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Guest Blog – The making of the clinical academic…the façade is slipping

I have a sneaking suspicion we are all pretending. We are all acting a part that we would like others to believe and that we are endeavouring to fulfil. Just for transparency my character has the title “Clinical Academic” but in brackets it says [not one nor t’other].

I suspect my most recent bout of chronic imposter syndrome is partly associated with having binge watched an entire series based on a certain socialite in New York (a German Heiress) who later turned out to be a fake. It’s very good. In the court case her lawyer makes a case that we are all exaggerating a little bit. He suggests we all tweak our social media accounts to only present the things we want others to see or think about us. He explained we all aspire to be something more, and we try to present that façade to the world. This is definitely the case in academia. We are trying to sell ourselves. We want people to invest in us, so we must portray ourselves as the best possible versions of ourselves.

Now, I confess I am, in many ways, completely comfortable with this. I love to celebrate my friends and colleagues’ successes. I much prefer a positive mental attitude. Trying to constantly commiserate or counsel friends and colleagues as well as patients is rather fatiguing. Happy, goal driven people are interesting and enlightening to talk to.

I generally consider myself an optimistic and open person, so whilst I am transparent about what I do, e.g. I have been blabbering on about a recent (huge for me) fellowship application I submitted to anyone and everyone- I have no idea if I will get it and will happily let people know if I don’t – that is fine- BUT! And this is probably a bit daft- I really don’t like people to know that I am only employed at the university for one-day a week. I am otherwise employed three days as a clinician- and on the other day I have a few mini contracts sorting bits and pieces out such as student placements/marking etc. In order to pull the wool over people’s eyes, I just don’t tell them unless I really have to. I wish to appear to be a dedicated academic. And a committed clinician. To do that I feel like I need to appear like I work in academia for most of the time.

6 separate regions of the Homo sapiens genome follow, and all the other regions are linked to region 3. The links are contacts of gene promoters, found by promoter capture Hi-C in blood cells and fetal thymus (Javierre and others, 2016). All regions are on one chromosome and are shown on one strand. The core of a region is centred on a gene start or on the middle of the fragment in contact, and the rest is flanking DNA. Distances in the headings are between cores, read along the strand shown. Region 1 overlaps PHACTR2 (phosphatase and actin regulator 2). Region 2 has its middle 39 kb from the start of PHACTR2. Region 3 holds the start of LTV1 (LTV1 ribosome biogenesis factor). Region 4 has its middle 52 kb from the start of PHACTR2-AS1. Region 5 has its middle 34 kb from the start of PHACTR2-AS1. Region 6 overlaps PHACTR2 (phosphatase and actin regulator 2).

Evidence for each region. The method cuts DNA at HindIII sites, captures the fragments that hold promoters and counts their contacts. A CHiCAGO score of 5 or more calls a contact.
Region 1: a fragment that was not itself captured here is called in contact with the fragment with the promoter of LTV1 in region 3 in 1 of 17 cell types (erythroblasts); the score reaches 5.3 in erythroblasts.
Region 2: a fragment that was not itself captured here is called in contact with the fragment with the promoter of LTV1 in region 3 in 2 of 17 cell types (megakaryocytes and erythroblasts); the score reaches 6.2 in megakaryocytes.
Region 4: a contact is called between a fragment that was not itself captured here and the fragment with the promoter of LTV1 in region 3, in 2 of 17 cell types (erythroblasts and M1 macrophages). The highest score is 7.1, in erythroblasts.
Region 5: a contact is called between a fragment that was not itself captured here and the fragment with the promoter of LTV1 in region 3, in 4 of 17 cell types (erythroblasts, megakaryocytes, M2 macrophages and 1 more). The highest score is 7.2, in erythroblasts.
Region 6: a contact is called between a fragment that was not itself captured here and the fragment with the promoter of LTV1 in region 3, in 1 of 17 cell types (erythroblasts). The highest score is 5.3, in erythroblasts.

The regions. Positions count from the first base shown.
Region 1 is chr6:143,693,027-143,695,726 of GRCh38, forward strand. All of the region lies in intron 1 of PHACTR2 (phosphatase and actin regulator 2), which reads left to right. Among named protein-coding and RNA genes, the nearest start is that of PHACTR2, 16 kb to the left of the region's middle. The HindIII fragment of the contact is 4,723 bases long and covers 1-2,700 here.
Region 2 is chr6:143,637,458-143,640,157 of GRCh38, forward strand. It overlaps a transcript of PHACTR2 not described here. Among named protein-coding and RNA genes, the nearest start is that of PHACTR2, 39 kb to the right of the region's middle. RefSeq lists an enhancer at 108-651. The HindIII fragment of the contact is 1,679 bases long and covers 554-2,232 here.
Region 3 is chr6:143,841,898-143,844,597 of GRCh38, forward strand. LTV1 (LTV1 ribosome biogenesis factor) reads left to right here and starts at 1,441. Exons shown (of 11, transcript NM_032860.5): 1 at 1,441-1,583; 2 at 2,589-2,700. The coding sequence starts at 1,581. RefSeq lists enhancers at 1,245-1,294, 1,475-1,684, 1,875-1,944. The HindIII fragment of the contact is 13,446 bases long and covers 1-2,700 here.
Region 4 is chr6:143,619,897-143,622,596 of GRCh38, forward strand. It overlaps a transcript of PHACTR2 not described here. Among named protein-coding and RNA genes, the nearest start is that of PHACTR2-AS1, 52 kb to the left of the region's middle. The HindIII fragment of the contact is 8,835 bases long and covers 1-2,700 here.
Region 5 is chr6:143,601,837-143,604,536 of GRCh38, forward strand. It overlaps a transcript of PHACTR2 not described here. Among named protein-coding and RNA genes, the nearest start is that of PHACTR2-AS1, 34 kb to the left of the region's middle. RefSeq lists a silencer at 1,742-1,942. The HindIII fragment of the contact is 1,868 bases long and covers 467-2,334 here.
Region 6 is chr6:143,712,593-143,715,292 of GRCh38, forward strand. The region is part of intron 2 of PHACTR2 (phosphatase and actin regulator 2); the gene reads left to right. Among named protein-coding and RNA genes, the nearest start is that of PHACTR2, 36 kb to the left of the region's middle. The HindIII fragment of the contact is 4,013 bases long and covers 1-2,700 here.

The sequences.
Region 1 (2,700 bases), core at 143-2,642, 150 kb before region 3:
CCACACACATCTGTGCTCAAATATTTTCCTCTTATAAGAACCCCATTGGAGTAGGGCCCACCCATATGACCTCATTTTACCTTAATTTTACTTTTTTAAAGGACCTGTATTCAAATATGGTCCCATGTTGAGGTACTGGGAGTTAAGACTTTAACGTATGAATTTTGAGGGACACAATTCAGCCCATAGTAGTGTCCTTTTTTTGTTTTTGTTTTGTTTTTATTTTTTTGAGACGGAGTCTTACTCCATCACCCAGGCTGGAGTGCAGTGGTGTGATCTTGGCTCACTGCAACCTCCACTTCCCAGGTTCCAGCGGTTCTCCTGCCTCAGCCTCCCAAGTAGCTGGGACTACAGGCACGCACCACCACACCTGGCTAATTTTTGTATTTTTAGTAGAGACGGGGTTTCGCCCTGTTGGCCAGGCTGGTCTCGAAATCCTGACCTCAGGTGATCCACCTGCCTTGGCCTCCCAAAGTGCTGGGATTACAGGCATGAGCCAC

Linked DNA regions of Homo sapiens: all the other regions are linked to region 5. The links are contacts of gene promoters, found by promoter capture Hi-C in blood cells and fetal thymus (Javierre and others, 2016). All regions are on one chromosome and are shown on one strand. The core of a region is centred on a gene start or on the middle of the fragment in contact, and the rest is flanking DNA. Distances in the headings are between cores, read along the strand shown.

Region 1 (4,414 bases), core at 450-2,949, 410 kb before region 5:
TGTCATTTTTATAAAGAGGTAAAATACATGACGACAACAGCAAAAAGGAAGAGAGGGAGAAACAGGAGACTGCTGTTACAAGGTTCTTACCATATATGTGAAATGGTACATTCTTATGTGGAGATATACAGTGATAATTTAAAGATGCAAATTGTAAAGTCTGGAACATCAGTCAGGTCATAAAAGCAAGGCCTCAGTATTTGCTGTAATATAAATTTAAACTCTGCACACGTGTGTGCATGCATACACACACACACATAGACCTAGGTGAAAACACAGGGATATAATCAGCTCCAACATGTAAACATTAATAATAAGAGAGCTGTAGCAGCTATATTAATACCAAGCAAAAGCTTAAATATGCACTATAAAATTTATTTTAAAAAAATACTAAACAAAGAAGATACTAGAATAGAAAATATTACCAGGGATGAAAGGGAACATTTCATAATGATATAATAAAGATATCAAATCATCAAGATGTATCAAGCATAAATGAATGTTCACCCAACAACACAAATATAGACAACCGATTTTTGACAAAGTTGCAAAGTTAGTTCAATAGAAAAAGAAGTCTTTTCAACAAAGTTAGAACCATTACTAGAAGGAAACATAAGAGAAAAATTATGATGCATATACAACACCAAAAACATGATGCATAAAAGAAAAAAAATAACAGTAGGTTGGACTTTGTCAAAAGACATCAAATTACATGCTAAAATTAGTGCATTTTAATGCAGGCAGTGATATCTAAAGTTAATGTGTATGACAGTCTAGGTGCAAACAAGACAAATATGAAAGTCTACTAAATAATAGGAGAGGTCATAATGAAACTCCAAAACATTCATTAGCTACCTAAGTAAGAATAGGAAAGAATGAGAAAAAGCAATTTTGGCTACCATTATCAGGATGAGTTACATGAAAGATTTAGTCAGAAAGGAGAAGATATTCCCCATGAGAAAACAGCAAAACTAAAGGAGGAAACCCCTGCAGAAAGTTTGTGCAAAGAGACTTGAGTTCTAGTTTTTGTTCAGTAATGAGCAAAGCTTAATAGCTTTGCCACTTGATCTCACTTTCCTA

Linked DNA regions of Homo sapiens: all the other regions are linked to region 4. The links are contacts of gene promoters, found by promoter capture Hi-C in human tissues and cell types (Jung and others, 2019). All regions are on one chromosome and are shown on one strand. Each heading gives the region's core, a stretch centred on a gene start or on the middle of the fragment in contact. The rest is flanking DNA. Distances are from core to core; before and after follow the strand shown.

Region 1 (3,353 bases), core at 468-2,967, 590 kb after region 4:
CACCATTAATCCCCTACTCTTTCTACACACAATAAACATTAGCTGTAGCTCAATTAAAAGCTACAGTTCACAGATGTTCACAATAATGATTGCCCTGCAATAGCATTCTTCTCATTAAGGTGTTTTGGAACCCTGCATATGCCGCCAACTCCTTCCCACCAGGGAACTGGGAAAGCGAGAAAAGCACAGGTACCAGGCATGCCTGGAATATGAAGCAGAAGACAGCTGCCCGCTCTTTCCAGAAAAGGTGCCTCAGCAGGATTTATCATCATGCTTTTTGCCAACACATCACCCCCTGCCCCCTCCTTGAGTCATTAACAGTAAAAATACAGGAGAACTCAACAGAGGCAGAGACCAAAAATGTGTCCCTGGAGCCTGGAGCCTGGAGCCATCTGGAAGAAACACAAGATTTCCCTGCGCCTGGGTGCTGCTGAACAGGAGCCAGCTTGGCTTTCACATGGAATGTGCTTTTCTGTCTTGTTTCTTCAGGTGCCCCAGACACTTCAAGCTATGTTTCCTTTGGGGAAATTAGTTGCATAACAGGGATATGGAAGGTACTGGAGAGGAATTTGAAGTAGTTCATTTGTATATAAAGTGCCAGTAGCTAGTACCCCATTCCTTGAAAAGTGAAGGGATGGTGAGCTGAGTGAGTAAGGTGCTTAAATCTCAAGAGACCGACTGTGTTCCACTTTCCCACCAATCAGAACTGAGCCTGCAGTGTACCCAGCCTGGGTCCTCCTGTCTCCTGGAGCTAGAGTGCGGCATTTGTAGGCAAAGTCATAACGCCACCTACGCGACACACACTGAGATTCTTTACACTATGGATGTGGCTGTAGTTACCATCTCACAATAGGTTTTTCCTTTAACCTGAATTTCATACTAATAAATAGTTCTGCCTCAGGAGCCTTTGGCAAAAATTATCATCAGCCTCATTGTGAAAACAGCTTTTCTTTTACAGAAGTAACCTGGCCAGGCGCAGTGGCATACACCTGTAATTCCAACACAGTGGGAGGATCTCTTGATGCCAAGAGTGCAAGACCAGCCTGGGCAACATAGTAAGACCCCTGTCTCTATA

This blog is turning into a bit of a confessional, but I have realised that this is all a bit ridiculous. I want people to believe that I am a real academic, and for some reason I feel this requires quantification in time. This bites me in the behind on occasion though, as I just can’t answer all my emails in a timely fashion (not with kids in the mix as well!) and I can’t always make meetings on the days everyone else can. The obvious solution would be to put an automatic response on my email letting people know this right! OR perhaps a little line in my signature flagging I work part time. Well instead I written this enormous confessional. And as I do I wonder if anyone other than me really cares. I am guessing that no-one else has every really wondered what my hours are, as long as I get things done.

So, with this new me in mind- I am off to add an automatic response to my university email account. I am going to worry less about what people think about how many hours I work and I am going to be an open and honest clinical academic…who sells herself to all the right grant funders!


Author [1]

Dr Anna Volkmer [2] is a Speech and Language Therapist and researcher in Language and Cognition, Department of Psychology and Language Sciences, University College London. Anna is researching Speech and language therapy interventions in language led dementia and was once voted scariest speech and language therapist (even her children agree).

Follow @volkmer_anna [3]